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General Information

Document Type:SNOTE
Posted Date:Aug 23, 2017
Category: Research and Development
Set Aside:N/A

Contracting Office Address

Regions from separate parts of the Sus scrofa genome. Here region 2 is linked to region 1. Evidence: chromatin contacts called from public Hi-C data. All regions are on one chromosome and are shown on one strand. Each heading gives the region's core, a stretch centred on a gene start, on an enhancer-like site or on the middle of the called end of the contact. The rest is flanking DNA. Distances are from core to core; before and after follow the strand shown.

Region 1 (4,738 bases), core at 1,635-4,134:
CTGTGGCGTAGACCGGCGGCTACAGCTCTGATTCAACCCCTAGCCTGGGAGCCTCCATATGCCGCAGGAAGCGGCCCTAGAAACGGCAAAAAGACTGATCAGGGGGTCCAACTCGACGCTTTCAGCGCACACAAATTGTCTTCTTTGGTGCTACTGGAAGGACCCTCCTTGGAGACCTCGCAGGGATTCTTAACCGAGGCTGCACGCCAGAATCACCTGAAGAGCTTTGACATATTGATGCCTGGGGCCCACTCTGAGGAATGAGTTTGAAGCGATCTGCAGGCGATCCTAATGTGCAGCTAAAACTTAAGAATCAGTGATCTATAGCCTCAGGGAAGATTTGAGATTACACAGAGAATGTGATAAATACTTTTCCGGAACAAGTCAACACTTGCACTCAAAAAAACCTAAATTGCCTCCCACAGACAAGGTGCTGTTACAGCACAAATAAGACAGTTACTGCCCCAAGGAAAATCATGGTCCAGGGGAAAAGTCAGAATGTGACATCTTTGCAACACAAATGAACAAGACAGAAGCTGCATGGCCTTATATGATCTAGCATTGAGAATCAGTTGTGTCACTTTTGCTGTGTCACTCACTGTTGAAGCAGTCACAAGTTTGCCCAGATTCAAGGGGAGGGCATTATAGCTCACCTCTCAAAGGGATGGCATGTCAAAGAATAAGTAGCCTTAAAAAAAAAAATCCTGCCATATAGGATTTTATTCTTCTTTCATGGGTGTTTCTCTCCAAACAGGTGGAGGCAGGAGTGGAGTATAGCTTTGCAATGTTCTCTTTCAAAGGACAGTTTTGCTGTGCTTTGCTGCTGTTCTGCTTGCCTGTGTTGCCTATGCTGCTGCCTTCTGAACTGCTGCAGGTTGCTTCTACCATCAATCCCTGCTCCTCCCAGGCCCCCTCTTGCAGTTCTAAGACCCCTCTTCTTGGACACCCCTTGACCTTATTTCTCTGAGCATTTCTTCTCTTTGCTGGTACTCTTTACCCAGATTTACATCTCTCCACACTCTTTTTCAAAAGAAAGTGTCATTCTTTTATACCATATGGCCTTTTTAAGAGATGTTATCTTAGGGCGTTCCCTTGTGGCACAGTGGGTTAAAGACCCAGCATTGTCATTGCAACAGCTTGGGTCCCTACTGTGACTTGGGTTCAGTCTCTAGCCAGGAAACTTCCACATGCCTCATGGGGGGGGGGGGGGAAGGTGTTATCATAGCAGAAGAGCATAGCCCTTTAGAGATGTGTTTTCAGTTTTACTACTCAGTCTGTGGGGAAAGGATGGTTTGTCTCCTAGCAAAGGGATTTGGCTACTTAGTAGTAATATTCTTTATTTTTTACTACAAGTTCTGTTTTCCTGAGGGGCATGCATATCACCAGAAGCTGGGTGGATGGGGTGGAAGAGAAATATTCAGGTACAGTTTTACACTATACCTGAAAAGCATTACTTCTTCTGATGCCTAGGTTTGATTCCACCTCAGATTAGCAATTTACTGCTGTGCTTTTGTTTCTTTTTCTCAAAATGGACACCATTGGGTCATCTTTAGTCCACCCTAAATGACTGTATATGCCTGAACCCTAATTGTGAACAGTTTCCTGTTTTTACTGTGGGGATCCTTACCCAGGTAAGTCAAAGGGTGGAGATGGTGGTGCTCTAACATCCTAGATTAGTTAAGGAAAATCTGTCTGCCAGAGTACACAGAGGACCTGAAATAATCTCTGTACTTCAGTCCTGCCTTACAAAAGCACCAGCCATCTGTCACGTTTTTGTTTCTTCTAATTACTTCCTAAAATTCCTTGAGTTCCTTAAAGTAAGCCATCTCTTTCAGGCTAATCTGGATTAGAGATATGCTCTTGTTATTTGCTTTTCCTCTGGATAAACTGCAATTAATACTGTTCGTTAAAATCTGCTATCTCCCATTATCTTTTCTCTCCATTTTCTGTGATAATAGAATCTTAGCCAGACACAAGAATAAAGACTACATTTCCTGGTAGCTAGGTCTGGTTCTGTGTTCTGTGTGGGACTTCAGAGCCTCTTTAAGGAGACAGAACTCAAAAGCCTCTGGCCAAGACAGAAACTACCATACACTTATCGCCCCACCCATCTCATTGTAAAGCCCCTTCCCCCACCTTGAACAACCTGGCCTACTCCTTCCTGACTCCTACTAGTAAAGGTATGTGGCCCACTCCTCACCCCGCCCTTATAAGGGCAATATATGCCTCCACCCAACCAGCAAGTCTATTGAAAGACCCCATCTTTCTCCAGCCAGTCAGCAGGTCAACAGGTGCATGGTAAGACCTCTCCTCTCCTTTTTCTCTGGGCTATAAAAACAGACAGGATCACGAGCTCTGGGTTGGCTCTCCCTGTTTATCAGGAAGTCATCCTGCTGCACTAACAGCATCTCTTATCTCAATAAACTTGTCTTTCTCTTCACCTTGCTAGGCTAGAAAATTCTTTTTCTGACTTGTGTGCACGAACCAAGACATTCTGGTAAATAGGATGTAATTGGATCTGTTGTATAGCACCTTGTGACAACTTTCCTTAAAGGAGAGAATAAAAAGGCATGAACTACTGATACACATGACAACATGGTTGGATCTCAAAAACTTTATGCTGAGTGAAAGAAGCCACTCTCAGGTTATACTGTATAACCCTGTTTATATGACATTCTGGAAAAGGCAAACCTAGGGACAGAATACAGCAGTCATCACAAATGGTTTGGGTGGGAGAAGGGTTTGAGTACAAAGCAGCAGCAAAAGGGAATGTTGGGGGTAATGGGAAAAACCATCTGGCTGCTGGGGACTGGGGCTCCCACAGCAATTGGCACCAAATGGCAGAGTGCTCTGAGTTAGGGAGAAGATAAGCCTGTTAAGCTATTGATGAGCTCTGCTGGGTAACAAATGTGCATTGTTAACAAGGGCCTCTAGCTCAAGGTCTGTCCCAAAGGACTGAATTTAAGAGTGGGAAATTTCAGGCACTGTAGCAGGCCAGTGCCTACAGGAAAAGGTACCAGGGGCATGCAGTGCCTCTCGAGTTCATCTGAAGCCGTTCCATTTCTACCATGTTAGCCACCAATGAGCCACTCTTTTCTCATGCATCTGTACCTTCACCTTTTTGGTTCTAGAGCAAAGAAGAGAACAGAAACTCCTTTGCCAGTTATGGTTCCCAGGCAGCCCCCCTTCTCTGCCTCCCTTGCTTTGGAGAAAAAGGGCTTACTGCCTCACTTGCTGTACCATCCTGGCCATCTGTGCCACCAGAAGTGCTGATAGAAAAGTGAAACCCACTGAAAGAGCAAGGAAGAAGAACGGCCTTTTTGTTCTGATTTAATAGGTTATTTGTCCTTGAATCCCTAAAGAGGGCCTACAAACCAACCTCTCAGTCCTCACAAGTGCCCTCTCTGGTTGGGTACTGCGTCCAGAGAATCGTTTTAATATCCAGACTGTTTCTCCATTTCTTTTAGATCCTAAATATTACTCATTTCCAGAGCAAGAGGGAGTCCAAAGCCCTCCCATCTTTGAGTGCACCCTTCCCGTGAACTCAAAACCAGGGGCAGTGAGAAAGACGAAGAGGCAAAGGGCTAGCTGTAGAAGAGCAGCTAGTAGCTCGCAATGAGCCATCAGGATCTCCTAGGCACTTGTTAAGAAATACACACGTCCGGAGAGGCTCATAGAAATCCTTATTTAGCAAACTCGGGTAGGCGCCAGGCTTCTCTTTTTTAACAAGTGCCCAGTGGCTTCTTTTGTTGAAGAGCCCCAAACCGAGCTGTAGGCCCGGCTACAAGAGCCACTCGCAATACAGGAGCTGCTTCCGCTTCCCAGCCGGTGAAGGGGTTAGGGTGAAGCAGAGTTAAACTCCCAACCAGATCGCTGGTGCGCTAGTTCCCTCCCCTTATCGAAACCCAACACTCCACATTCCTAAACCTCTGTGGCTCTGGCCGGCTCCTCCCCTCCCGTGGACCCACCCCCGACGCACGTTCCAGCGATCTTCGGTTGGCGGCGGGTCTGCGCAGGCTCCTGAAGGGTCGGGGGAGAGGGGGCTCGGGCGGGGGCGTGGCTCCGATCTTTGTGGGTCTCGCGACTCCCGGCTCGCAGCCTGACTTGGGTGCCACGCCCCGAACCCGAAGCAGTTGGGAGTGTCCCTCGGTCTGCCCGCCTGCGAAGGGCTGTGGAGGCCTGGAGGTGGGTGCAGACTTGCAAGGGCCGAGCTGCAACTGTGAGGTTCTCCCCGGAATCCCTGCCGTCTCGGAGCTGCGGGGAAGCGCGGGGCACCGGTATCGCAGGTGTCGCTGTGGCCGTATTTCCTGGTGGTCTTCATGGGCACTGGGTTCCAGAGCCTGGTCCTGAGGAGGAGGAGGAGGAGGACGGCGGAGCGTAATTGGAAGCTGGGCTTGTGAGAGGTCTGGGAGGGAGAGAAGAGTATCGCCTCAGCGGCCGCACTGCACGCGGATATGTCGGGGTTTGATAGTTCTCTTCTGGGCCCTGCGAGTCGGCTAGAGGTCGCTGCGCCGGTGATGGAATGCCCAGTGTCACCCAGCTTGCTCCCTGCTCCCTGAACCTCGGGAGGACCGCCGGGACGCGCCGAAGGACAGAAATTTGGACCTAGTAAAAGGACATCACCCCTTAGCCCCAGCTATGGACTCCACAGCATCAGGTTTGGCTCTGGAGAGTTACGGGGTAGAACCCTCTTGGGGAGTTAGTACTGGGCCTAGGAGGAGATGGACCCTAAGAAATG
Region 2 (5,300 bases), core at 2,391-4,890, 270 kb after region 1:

NASA/George C. Marshall Space Flight Center, Office of Procurement, Marshall Space Flight Center, Alabama, 35812, United States